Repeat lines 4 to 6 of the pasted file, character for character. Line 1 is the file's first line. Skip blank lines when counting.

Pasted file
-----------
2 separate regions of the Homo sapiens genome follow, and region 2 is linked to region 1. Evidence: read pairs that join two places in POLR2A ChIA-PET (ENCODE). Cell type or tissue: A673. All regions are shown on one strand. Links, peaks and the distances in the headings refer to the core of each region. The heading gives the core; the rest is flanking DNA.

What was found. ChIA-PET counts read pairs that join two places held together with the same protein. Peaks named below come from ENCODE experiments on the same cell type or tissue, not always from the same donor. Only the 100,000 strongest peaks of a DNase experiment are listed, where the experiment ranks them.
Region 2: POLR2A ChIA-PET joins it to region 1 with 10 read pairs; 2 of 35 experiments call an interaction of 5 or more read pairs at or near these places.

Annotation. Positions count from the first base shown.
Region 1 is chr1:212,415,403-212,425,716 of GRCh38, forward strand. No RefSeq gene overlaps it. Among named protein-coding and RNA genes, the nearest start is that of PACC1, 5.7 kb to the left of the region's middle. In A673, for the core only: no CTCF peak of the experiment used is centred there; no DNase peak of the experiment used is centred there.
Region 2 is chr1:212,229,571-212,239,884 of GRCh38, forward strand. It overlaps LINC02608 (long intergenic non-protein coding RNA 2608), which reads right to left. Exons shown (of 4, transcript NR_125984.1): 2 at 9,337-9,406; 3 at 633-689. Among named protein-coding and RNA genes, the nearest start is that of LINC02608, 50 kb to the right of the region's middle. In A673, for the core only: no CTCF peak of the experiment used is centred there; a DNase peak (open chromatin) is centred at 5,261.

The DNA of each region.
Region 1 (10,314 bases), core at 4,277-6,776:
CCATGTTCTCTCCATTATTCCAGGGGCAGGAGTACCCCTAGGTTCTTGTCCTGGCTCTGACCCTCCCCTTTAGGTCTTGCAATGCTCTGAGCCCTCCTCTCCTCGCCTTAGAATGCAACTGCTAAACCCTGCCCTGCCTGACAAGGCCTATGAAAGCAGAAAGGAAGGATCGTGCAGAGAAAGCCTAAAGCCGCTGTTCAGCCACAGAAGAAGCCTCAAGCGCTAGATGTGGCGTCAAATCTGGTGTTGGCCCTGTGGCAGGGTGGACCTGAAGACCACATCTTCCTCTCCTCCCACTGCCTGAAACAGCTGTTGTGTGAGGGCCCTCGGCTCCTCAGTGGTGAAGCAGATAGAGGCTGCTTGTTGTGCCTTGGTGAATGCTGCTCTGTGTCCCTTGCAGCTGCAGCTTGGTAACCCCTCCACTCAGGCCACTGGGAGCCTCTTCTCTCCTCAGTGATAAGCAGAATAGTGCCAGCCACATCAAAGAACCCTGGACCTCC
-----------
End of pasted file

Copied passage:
Annotation. Positions count from the first base shown.
Region 1 is chr1:212,415,403-212,425,716 of GRCh38, forward strand. No RefSeq gene overlaps it. Among named protein-coding and RNA genes, the nearest start is that of PACC1, 5.7 kb to the left of the region's middle. In A673, for the core only: no CTCF peak of the experiment used is centred there; no DNase peak of the experiment used is centred there.
Region 2 is chr1:212,229,571-212,239,884 of GRCh38, forward strand. It overlaps LINC02608 (long intergenic non-protein coding RNA 2608), which reads right to left. Exons shown (of 4, transcript NR_125984.1): 2 at 9,337-9,406; 3 at 633-689. Among named protein-coding and RNA genes, the nearest start is that of LINC02608, 50 kb to the right of the region's middle. In A673, for the core only: no CTCF peak of the experiment used is centred there; a DNase peak (open chromatin) is centred at 5,261.